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  • New Art 2.0 | Introducing Corwin “Corky” Clairmont

    by Jennifer Complo McNutt, curator of contemporary art, and Ashley Holland, assistant curator of contemporary art | Dec 09, 2014

    New Art 2.0 is an exhibition of prints, many created by Eiteljorg Fellows and contemporary Native and Non Native artists. It is a blend of “op art,” landscape, political and environmental statements as well as portraiture. Approximately 90 limited edition prints will be on exhibit and available for sale with prices ranging between about $500 - $4000.  New Art 2.0 closes Feb. 8, 2015.

    Banana Polar Bear
    Banana Polar Bear, 2012
    Monoprint, edition 1/1
    22 ⅜ x 30 inches
    $1,210

    Our Indian communities have thousands of years of history that need to be recognized and celebrated. We have many stories yet to tell from the past and the present as we are still here. - Corwin "Corky" Clairmong (Salish Kootenai)

    Corwin "Corky" Clairmont was born at the St. Ignatius Mission on the Flathead Reservation in Montana. In 1984, after living in Los Angeles for 14 years, Clairmont returned to the Flathead Reservation, where he lives and works today. Clairmont is part of an important group of Native American artists who use their cultural experiences and background in combination with techniques such as printmaking and photography to bring attention to the traditions and challenges that are part of the lives of Native people and their communities. Clairmont is a 2003 Eiteljorg Fellow and has exhibited his work across the U.S. His work is included in many public and private collections, including the Eiteljorg Museum’s permanent collection.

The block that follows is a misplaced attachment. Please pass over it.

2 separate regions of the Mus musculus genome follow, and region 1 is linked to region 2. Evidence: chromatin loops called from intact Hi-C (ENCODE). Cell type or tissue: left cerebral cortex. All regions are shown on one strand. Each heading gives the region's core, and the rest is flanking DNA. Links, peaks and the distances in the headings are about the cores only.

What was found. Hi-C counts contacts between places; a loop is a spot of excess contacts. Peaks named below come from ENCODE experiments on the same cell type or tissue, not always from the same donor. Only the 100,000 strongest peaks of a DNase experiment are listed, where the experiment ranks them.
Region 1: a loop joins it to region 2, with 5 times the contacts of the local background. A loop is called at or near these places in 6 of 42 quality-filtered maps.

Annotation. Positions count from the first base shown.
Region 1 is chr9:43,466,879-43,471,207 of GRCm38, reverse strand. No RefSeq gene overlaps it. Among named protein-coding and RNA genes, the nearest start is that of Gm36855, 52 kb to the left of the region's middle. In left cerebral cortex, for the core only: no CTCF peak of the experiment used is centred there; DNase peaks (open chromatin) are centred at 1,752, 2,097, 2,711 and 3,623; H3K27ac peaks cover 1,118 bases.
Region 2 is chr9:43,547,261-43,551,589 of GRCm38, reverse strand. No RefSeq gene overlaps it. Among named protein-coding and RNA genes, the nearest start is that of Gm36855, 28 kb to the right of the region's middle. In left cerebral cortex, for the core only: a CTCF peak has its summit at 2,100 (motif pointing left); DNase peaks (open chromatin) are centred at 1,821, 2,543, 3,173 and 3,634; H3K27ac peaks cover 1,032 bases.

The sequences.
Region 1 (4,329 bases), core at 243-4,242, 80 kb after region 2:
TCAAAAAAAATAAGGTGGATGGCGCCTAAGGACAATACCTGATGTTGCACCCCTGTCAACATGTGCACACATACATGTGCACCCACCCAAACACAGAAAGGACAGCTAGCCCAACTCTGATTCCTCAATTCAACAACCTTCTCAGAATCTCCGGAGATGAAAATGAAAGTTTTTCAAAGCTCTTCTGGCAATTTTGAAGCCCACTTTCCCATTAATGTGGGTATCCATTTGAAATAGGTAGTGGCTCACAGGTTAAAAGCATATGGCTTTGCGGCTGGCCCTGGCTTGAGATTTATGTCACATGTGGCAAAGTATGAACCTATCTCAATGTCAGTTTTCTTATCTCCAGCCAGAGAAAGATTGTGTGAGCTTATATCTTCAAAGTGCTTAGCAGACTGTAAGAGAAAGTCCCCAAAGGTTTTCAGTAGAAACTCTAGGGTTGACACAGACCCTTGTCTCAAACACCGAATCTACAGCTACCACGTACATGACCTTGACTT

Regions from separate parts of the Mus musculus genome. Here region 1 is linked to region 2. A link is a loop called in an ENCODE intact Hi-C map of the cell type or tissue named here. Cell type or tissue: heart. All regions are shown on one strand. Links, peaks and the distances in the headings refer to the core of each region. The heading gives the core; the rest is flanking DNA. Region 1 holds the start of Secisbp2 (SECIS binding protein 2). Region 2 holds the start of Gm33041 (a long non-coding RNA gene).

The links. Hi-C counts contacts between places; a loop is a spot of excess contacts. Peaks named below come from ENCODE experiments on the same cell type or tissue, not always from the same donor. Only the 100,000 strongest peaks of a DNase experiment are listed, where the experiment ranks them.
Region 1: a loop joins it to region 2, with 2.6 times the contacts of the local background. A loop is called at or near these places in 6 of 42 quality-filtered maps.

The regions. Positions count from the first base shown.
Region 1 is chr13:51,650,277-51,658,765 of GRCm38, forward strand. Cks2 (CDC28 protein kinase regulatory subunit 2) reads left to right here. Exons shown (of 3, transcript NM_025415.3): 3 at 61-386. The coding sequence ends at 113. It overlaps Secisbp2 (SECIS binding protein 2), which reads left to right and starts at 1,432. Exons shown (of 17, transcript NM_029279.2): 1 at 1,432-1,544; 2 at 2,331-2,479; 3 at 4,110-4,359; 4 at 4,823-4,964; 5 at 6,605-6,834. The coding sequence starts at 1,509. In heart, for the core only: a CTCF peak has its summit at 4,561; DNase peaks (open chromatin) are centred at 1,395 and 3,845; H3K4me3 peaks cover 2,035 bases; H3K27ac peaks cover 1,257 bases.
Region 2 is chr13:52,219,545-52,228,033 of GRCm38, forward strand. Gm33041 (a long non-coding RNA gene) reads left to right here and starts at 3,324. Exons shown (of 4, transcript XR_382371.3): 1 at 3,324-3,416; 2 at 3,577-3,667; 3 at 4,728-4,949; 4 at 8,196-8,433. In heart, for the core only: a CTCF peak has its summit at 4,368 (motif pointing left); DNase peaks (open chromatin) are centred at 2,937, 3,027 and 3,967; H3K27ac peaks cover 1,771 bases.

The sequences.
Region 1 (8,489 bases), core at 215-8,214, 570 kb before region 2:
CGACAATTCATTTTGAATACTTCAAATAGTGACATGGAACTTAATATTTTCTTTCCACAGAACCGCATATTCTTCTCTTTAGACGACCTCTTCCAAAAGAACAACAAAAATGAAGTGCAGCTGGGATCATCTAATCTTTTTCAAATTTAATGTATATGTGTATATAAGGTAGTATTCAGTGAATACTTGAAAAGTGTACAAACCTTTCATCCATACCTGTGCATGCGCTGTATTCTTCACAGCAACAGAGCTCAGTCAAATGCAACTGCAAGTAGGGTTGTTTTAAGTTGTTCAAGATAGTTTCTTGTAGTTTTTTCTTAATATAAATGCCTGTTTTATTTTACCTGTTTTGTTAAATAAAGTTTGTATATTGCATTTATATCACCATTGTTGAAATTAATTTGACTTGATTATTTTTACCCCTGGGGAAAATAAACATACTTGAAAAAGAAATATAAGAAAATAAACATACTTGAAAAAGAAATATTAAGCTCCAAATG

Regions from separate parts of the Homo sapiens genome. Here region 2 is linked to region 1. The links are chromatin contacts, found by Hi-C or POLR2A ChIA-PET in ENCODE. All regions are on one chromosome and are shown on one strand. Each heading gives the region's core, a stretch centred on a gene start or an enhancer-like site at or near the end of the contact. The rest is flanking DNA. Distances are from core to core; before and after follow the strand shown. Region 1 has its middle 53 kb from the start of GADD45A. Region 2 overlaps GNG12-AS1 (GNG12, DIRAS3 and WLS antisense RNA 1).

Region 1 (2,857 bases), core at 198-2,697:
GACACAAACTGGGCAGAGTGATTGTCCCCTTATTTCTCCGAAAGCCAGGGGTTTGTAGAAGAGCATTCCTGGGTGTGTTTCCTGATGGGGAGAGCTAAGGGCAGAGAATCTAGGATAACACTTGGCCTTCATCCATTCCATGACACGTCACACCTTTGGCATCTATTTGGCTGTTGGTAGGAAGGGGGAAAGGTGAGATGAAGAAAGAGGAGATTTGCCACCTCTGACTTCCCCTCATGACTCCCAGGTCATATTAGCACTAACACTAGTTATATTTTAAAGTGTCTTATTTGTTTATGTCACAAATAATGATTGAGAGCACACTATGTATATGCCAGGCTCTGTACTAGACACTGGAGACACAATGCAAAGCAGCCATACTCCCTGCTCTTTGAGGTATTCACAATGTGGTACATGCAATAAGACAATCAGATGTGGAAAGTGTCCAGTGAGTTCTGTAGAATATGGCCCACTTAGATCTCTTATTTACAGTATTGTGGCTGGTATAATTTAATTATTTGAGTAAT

Waiting for the ice
    Waiting for the Ice, 2012
    Monoprint, edition 1/1
    22⅜ x 30 inches
    $1,210

    More about Corky
    Corky is a celebrated contemporary artist, combining his experience as a native person and tribal member with a post-modernist view of the realities of life as indigenous people struggle to retain their identities and sovereignty into the 21st century. He is also a teacher, mentor and a community activist, and lives in Ronan. A member of the Confederated Salish and Kootenai Tribes, Corky has been the art director at Salish Kootenai College since 1984. Previously, he was an instructor and printmaking department head at Otis/Parsons Art Institute in LA.